“I actually played a bit of rugby with Enniscorthy when I was under 12! I used to go down to watch my brothers matches and got really jealous – I was the only girl in the club! But there are actually more similarities than you’d think. For instance, space is a big thing in a lot of team sports, decision-making too; do I pass or carry? I really enjoyed attacking with ball in hand. The defensive stuff took a little longer! I know it’s not for everyone but I firmly believe that if you’re prepared to work hard and tough it out, you’ll get there in the end.”

Deacon hopes that her endeavours over the coming weeks will have a similar impact on her students, as the class of 2013 had on her. Indeed, this already seems to be the case. Alongside her packed teaching schedule, Deacon also coach’s girl’s rugby in The High School. Her busy timetable dictates that she can only take rugby at 7.30am on a Monday morning however. Amazingly, this has yet to prove to be a deterrent.



While Deacon might be a quick learner, she appreciates that not everybody has the same capacity.

“Both in the classroom and out on the rugby field, the biggest buzz I get is if a kid doesn’t get something and then it just clicks. It’s my little victory for the day. There are parallels between education and sport everywhere. The main thing is to help the kids to realise that they’ll get out of it what they put in. After the Grand Slam, I trained with Blackrock RFC once a week. It was a big year for my hockey so I couldn’t let it go entirely. But the harder I worked the better I became and I actually ended up in the squad for the Six Nations. I said to myself: ‘OK, look, I’ve got to give this a shot’ Within a few months I got my first cap!”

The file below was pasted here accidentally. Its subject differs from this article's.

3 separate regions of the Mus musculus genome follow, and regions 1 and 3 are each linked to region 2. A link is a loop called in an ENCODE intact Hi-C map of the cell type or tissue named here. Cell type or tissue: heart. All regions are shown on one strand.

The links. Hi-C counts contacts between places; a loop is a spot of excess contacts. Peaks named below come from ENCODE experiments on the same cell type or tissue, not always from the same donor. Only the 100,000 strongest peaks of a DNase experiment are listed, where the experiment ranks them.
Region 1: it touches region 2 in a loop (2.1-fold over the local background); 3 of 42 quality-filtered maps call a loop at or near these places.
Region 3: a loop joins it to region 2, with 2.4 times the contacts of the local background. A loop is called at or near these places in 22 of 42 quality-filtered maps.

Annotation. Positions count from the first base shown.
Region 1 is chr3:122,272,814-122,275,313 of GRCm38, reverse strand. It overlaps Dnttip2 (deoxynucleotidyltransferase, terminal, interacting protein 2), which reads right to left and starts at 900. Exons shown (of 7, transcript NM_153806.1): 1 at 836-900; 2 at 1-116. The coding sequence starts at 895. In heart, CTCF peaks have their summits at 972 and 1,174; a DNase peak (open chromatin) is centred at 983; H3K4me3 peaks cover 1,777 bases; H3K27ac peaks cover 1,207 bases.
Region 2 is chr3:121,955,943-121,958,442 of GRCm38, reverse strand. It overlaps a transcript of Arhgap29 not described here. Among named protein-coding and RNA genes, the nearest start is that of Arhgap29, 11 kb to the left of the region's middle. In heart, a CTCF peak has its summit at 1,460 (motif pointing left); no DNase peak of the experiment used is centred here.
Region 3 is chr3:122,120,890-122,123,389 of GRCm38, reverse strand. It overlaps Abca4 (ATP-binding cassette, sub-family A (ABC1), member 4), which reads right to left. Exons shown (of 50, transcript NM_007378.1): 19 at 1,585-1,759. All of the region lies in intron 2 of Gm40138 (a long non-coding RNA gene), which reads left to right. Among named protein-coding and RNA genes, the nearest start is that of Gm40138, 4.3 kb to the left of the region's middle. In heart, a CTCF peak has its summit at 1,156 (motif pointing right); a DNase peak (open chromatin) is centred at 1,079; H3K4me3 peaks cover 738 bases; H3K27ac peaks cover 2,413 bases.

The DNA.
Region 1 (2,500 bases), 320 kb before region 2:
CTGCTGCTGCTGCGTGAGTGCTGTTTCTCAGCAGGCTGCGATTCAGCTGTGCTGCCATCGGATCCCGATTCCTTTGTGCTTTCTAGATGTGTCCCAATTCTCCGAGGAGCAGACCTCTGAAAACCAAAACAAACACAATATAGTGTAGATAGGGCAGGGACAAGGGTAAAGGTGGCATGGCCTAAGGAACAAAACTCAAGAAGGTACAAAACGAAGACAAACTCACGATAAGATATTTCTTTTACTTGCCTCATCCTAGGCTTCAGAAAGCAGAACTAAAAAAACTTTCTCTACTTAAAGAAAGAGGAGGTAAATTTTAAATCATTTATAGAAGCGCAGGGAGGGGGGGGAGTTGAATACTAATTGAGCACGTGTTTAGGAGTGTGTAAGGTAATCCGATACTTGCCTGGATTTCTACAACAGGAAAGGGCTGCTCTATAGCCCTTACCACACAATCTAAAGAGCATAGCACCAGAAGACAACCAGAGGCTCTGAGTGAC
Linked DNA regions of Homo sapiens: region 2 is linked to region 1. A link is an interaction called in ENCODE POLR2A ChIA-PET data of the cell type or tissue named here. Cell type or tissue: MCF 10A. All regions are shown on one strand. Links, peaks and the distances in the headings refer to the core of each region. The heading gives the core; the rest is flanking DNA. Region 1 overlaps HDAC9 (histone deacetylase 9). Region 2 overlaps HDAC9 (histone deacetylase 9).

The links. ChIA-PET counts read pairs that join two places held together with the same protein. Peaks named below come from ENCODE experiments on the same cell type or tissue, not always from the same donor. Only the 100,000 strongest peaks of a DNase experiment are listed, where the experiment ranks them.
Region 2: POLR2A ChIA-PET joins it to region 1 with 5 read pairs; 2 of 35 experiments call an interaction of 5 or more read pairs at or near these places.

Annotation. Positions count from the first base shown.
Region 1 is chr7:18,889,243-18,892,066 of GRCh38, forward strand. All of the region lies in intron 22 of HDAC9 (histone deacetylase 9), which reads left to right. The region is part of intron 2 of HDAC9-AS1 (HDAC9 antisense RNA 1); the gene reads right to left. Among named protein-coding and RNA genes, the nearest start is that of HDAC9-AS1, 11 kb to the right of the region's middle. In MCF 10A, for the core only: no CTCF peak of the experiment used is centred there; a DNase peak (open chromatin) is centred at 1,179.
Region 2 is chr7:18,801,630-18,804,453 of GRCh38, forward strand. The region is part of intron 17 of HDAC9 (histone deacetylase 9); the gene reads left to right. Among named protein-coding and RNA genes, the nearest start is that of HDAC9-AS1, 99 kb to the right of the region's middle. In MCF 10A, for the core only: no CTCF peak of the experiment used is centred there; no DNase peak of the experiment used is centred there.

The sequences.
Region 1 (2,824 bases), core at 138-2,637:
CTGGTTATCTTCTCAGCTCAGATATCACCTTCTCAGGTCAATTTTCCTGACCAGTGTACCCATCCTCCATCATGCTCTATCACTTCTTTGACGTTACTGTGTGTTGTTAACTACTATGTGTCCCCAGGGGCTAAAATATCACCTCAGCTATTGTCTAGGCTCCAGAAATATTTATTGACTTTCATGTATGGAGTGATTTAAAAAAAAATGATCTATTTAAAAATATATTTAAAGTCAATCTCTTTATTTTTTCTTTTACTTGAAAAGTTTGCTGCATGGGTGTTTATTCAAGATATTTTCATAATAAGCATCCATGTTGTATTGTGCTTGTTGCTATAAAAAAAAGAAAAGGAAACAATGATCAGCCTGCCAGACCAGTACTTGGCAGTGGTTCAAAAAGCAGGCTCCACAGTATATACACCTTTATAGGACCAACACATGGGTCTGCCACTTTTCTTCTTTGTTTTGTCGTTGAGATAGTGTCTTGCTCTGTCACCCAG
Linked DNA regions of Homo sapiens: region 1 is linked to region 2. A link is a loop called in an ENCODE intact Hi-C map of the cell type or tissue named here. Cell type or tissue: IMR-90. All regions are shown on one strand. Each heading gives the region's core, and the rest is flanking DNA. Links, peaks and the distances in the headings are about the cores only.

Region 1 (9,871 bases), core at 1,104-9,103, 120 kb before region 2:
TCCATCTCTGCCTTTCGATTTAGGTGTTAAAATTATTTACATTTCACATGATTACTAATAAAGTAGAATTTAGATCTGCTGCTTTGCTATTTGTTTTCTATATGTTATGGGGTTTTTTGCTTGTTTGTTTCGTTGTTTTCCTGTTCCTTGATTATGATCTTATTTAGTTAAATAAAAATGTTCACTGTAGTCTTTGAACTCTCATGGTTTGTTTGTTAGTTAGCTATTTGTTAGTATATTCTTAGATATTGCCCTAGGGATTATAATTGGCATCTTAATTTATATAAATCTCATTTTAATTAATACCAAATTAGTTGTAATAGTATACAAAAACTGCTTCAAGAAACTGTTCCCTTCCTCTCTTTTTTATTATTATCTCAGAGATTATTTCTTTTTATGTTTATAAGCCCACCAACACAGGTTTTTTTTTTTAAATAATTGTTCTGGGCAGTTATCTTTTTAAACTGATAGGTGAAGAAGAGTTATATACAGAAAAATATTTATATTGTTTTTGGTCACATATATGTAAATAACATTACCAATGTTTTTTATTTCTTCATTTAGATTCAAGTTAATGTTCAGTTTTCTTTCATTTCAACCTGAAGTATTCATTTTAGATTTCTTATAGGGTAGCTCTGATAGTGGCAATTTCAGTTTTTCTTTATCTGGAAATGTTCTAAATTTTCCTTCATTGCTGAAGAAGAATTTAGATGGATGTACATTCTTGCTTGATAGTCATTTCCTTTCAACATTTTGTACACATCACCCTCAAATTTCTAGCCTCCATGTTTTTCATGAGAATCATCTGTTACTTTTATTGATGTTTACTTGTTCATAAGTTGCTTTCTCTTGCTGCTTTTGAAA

“I was injured a lot throughout the past year so I was able to bring a few of the students to one of the matches. They were loving it. There was a great buzz. Ever since they have always been so inquisitive: ‘Miss, how did you play?’, ‘Where are you training today?’ I’m sure they’ve seen all the publicity and that they’ll be watching on TV so the more we win and the further we progress the better. It will have a massive impact on our sport. Some parents can be hesitant at first and that’s understandable, but if your kid is interested in something, in getting out, in getting healthy and training, it’s a great thing.”

Whilst Deacon is in the fortunate situation whereby the World Cup falls during the summer break, her commitment to the game can often traverse across the school term. Her employers have been extremely supportive while several people, including Nancy Chillingworth of Rugby Players Ireland, have been helping her to coordinate her time.  

“My school have been great, but teaching is my main career afterall and I have to remember that. Even if I was in full-time sport, I think I’d have to have something on the side. It wouldn’t suit me. It’s important to have a switch-off and work helps in that regard. You don’t have time to think about rugby. Of course, you’d like more time to recover and get the best of both worlds, but I can’t just dwell on the next three of four years of my life. There is a future there that I have to think about too. The school term starts the day after the final – it’s just how it is!”




Richard McElwee